Monday, January 02, 2012

Tigers Top 20 Seasons: #18 1972

In reviewing the history of the Detroit Tigers, I often think about the best seasons to be a Tigers fan.  So, I am writing a series of posts listing the top 20 seasons in Tigers history.  There is no specific formula for determining the best seasons, but there are some criteria which I consider carefully.  Playoff appearances, especially those leading to world championships are, of course, important.  Team dominance as measured by winning percentage and run differential also carries a lot of weight.  

While most of the teams on the list did win a lot of games, this is not simply a ranking of the best teams statistically.  Sometimes, a non-winning season stands out because of great individual achievements or because the team was unique in some way.  I wanted every decade to be represented and since the Tigers have had a couple of poor decades, this was a challenge.  However, the Tigers have managed to put together at least one campaign each decade which was memorable even if it was not a great year in terms of wins and losses and some of those seasons will also be included. 

The entire list of 20 season can be found here.

Under normal circumstances, a Tigers team that won a division title and had an exciting playoff series would rank higher than 18 on a list of best seasons.  Unfortunately, 1972 was the year of the first league-wide work stoppage in MLB history.  It only lasted from April 1-13, but that seemed like forever to a nine-year-old boy who didn't understand why they weren't playing baseball games.  That disappointment knocks this season down a few notches, but it still has to be included in the top 20.

As it turned out, the strike may have helped the Tigers win the American League East division title.  Because of games missed to the strike, the Tigers wound up playing one more game than the Red Sox.  That one game proved to be the difference in the race as the Tigers beat out the Red Sox by a half a game.

Going into the final weekend, the Red Sox led the Tigers by one half game as the two teams met in a three-game series.  The Tigers won the first two games of the series to clinch the division title. The Red Sox won the final game to pull within a half game, but it didn't matter.  The final records were:

Detroit 86-70  .551  ---
Boston 85-70 .548  1/2

The 1972 season was the last hurrah for an aging Tigers team which had won a championship in 1968.  The offense was led by two players in the twilights of their career - first baseman Norm Cash and right fielder Al Kaline, both 37 years old.  Other holdovers from the '68 team included catcher Bill Freehan, second baseman Dick McAuliffe and outfielders Gates Brown, Willie Horton, Jim Northrup and Mickey Stanley.  They finished only fifth in a twelve team league with 558 runs scored.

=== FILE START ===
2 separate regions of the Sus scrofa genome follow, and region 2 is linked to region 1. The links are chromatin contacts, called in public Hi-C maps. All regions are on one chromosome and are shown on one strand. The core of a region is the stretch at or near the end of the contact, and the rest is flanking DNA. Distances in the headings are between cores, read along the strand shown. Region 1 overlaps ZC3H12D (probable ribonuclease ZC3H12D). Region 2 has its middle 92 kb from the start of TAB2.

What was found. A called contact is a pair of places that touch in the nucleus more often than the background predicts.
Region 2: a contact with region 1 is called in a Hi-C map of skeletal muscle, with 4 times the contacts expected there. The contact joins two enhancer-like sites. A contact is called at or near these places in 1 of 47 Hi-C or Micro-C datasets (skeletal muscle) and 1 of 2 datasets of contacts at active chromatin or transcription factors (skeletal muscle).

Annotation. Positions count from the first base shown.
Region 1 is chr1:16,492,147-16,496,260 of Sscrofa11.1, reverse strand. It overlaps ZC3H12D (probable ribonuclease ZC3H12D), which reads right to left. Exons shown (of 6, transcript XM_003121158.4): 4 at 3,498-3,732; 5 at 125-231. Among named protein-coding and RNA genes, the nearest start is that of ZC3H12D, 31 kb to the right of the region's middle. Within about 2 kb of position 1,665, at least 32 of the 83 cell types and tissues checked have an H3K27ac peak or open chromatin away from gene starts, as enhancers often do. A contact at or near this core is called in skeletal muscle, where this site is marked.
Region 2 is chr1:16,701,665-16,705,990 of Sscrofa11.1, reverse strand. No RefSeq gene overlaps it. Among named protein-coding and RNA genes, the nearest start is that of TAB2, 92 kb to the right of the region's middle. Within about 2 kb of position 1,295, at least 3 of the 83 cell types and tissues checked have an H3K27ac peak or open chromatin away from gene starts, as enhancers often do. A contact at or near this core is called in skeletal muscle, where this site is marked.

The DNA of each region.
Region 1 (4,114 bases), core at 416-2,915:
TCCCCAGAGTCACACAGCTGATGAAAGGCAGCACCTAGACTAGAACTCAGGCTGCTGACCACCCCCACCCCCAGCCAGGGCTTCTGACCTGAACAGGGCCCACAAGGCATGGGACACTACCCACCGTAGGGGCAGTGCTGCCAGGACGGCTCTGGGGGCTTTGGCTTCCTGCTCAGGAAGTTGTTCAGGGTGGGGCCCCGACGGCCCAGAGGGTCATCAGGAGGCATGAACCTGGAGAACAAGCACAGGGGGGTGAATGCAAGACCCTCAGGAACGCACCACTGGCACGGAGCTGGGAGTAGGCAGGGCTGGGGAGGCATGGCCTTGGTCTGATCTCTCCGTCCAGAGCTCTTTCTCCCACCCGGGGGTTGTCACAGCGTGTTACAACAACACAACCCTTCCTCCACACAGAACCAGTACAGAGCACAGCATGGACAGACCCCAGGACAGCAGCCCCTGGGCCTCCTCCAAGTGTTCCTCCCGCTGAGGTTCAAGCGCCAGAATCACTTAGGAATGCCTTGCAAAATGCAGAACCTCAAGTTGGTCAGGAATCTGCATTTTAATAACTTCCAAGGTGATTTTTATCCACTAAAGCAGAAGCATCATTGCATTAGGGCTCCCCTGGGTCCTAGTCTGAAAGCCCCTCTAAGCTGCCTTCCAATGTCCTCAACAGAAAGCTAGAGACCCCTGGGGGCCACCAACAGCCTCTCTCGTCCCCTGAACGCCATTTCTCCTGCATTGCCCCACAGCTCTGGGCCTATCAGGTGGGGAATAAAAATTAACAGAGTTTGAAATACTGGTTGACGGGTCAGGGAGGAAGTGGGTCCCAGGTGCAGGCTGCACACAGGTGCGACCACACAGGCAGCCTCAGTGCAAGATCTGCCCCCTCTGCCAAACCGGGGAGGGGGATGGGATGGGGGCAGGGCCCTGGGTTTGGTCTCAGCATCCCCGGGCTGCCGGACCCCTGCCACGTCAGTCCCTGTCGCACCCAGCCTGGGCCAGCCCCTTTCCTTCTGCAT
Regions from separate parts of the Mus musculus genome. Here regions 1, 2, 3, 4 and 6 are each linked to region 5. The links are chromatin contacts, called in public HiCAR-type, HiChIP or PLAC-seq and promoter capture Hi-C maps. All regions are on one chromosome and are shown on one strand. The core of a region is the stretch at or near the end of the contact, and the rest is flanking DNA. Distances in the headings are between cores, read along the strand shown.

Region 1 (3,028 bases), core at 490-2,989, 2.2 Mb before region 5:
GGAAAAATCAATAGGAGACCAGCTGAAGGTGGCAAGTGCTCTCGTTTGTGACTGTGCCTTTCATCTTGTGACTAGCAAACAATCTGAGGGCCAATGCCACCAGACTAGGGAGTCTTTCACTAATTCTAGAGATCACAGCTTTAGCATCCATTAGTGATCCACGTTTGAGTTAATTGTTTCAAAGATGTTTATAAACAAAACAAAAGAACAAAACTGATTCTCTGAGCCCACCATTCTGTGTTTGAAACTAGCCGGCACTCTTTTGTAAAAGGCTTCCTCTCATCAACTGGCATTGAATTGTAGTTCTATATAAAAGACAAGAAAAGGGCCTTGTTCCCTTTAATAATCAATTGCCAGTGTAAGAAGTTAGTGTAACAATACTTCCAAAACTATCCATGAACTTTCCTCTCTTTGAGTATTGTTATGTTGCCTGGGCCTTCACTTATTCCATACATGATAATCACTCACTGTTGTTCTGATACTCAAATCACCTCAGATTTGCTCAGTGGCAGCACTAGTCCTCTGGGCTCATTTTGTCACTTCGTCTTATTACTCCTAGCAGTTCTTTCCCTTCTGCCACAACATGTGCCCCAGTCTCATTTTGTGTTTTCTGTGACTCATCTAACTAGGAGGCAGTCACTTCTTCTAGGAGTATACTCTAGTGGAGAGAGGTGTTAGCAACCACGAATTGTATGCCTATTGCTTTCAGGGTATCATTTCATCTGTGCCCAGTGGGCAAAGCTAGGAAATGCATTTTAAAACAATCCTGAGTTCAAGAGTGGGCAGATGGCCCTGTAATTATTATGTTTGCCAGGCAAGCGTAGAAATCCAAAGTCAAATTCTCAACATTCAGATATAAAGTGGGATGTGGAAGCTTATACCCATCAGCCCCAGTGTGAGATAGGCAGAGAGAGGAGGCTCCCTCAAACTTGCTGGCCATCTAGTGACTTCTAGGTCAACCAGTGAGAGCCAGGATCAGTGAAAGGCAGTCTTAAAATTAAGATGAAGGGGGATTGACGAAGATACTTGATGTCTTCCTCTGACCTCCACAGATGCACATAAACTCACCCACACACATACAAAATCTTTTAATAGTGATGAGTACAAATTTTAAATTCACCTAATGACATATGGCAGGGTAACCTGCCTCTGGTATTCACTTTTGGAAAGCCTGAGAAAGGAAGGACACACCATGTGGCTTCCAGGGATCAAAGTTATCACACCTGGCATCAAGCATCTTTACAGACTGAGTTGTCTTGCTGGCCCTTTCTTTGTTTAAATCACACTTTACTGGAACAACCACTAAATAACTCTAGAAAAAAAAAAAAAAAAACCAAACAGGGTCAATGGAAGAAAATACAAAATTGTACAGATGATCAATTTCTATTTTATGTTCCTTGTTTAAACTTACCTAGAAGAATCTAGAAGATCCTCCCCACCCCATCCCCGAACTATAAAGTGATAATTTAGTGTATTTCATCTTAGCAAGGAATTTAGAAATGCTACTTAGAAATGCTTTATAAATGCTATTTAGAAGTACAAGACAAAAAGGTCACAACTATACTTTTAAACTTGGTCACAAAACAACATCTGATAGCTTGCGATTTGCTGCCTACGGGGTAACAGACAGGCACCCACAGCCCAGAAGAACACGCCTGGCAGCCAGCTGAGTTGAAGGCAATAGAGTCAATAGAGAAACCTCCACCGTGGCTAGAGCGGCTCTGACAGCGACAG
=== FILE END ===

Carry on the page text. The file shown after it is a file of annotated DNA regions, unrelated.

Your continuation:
The strength of this team was pitching.  Fiery manager Billy Martin worked his top starters - left-hander Mickey Lolich and right-hander Joe Coleman - very hard.  Lolich won 22 games and posted a 2.50 ERA and 250 strikeouts in 327 innings.  Coleman won 19 games and had a 2.50 ERA and 222 strikeouts in 280 innings.  The final piece was not added until late in the season though.  On August 2, the Tigers acquired pitcher Woodie Fryman off waivers from the Phillies (who thought the southpaw was all done).  Fryman was magnificent down the stretch with a 2.06 ERA and 10 wins, including the division clincher.      

The Tigers then faced the heavily favored Oakland Athletics in the League Championship Series and gave them a good battle.  The A's took the first two games of the series at home, but the series then went to Tiger Stadium for three games.  The Tigers took the third game of 3-0 behind a complete game, 14 strikeout effort by Coleman.

The fourth game was one of the most memorable in playoff history.  The score was tied at one after nine innings, but a two-run tenth put the Athletics in front 3-1.  The Tigers then mounted a dramatic three-run rally in the bottom of the inning to win it 4-3.  The tying run scored on a bases-loaded walk to Cash by reliever Dave Hamilton.  The game winning hit was a single by Northrup scoring Brown.

Oakland eliminated the Tigers with a 2-1 win in game five as Blue Moon Odom and Vida Blue held the Tigers to just four hits.  One of the hits was a one-out single by Northrup in the ninth, but the Tigers could not score him.

This would be the Tigers last post-season game for 12 years.

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